Photo of Maria Hatzoglou

5 questions with…Case Medal for Excellence in Health Science Innovation winner Maria Hatzoglou

In a ceremony Oct. 22, School of Medicine Dean Stan Gerson awarded Maria Hatzoglou the Case Medal for Excellence in Health Science Innovation. She was recognized with the highest honor bestowed by the school for her groundbreaking research, decades of service and for being a wonderful role model. 

“Maria has an innovative mind, a creative approach to molecular problem solving, and is an incredible mentor and role model for trainees, women and our many immigrant scholars,” said Gerson. “She has inexhaustible vigor for biological discovery which elicits excitement to all who talk to her.”

Hatzoglou, a professor in the Department of Genetics and Genome Sciences, has extensive expertise on the molecular mechanisms of the cellular responses to diverse stress conditions and the implications in obesity, diabetes, ocular and other diseases.

Hatzoglou publishes in very high impact journals and is heavily cited—one of the most cited of any School of Medicine women faculty—and her collaborator list is long and international. 

She contributed to a body of work on the mechanisms of cellular adaptation to nutrient deprivation and published the first paper on the molecular mechanism of adaptive regulation of amino acid uptake in 1997. This was the beginning of a journey of discoveries that were published in 18 papers, including high visibility journals such as Cell and Mol Cell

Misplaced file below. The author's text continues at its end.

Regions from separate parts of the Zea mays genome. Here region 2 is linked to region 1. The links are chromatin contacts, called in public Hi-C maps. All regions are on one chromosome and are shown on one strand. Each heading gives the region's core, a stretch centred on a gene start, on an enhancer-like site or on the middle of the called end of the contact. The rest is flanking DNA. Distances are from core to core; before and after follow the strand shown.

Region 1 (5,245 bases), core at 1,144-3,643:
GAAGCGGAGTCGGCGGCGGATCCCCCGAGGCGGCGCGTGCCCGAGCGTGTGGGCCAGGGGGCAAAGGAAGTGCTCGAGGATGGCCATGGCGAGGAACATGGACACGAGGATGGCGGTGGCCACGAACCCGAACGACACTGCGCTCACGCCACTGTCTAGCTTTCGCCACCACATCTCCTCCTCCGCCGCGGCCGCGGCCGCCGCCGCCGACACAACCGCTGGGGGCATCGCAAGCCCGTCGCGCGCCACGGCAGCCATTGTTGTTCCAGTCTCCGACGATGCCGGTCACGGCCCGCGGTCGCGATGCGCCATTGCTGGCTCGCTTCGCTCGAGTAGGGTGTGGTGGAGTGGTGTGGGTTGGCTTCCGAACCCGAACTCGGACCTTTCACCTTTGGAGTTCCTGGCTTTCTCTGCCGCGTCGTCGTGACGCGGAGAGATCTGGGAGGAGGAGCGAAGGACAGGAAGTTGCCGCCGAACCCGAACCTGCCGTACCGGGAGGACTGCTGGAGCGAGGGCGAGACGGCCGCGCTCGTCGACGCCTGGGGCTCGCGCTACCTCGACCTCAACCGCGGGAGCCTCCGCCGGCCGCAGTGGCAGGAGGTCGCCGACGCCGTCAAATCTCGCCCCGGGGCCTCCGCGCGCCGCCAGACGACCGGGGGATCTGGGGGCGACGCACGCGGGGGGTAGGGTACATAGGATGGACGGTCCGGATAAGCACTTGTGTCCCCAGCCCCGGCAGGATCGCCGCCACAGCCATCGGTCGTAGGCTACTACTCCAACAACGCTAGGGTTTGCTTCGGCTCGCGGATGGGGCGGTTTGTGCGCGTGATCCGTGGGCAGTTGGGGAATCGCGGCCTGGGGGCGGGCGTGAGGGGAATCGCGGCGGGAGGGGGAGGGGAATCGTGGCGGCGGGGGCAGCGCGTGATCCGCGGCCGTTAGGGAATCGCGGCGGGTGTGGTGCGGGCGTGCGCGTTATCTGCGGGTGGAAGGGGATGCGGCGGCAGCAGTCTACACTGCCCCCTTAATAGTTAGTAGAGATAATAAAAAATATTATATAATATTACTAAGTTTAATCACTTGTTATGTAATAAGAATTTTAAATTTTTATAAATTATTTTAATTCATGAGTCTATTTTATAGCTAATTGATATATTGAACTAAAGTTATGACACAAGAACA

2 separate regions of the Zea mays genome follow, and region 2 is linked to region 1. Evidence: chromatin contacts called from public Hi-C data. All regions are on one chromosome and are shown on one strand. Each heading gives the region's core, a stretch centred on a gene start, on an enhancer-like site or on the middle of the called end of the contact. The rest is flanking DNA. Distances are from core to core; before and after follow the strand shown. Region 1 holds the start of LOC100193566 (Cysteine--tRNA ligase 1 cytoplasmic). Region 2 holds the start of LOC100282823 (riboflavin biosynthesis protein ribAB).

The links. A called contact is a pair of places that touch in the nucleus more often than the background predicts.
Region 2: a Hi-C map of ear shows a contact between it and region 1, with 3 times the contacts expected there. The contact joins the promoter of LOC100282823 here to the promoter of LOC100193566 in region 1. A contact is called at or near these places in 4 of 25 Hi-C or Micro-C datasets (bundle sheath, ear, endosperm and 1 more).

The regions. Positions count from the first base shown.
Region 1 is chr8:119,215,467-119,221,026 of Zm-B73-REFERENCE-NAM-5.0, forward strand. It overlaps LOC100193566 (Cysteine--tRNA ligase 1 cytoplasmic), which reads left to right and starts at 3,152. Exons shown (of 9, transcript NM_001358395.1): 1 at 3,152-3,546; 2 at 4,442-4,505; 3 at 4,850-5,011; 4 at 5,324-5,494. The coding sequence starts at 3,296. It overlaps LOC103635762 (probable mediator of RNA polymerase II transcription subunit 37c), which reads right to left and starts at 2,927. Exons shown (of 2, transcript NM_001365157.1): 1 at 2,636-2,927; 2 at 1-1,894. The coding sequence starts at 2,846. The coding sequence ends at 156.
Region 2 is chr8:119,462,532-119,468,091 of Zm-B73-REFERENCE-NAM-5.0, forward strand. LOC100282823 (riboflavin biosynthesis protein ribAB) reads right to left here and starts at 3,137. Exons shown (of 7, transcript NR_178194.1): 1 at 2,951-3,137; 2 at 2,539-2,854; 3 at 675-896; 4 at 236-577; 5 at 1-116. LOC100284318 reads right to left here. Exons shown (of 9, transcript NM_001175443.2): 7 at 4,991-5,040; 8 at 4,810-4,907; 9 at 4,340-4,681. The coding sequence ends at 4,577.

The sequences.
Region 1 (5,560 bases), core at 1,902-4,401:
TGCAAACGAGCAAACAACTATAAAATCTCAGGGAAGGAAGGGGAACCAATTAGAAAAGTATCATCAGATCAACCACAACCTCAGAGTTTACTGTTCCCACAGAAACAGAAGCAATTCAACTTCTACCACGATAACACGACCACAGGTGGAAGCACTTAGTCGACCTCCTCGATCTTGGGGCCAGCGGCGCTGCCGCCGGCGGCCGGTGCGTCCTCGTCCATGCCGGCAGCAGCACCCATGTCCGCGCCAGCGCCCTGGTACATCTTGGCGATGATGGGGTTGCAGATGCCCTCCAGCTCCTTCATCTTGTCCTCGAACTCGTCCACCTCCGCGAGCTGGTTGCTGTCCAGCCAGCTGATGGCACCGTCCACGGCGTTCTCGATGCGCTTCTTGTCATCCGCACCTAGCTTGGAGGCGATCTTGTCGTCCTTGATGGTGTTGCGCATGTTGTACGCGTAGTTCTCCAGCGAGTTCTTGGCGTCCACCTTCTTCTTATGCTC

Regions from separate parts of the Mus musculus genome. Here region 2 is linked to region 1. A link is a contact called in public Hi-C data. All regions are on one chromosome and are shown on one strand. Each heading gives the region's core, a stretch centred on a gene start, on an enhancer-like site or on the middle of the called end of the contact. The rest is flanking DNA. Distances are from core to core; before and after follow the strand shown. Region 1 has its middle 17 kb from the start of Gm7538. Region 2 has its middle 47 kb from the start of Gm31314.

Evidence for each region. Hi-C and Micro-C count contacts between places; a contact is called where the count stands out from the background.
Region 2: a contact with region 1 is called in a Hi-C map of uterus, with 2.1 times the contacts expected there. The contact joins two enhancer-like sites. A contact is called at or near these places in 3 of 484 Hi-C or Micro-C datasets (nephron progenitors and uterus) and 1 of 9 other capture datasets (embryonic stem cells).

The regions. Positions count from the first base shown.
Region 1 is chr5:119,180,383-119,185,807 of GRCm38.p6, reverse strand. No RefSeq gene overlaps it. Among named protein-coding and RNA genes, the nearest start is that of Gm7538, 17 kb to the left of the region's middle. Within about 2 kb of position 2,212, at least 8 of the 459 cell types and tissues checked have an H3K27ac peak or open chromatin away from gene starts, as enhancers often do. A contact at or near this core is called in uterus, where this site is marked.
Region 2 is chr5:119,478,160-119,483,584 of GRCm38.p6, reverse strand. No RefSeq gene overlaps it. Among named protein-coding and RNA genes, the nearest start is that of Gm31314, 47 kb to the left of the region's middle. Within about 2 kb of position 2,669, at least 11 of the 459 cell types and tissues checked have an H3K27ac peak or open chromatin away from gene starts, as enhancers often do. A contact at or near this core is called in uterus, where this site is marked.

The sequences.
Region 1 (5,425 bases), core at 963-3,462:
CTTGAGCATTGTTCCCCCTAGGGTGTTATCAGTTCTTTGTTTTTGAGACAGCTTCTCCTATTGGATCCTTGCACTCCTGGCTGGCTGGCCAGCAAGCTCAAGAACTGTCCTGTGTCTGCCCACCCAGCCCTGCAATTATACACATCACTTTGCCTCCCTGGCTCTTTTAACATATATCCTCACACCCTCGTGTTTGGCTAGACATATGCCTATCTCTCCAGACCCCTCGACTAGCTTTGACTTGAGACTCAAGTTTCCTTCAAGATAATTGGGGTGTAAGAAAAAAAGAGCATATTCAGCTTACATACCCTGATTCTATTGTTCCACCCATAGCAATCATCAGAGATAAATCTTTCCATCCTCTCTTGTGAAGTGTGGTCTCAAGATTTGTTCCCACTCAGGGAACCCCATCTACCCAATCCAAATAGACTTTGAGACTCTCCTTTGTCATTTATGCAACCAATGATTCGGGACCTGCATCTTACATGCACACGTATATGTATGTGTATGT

Hatzoglou also published a body of work on the cellular response to osmotic stress and a paper on a diabetes model which identifies a new transcription factor protein that disrupts glucose metabolism—and she collaborated with constituents at Cleveland Clinic, University of Michigan, Maria Curie University in Poland and McGill University in Montreal on a paper regarding a Redox Thiol Switch controlling energy metabolism. 

Her recent work focuses on understanding the mechanisms that promote resilience of cells to extreme near-lethal environmental stress. She led investigations with national and international collaborators, and their findings were published recently in two high visibility journals (Mol Cell and Nature Communications) that highlight the significance of the findings for diabetes.  

Discover more about Hatzoglou in this week’s five questions. 

1. What’s the most thought-provoking class you’ve ever taken?

My first power yoga class—it was not at all what I was expecting and exactly what I needed.

2. Where is the best place to spend a day in Cleveland?

Cleveland Yoga In Beachwood followed by a Japanese lunch, a quick stop at Crate and Barrel and a trip to an art gallery. 

3. How do you like to start your day?

Coffee and the crossword in The New York Times.

4. What is the best advice you ever received?

Scientific breakthroughs occur because scientists work together to solve problems—not because one scientist is a genius.

5. What’s your favorite thing about Case Western Reserve?

I love science and so to be able to carry out research in a world class medical school with brilliant colleagues and students is everything I hoped for when I was first hired by Richard Hanson many years ago.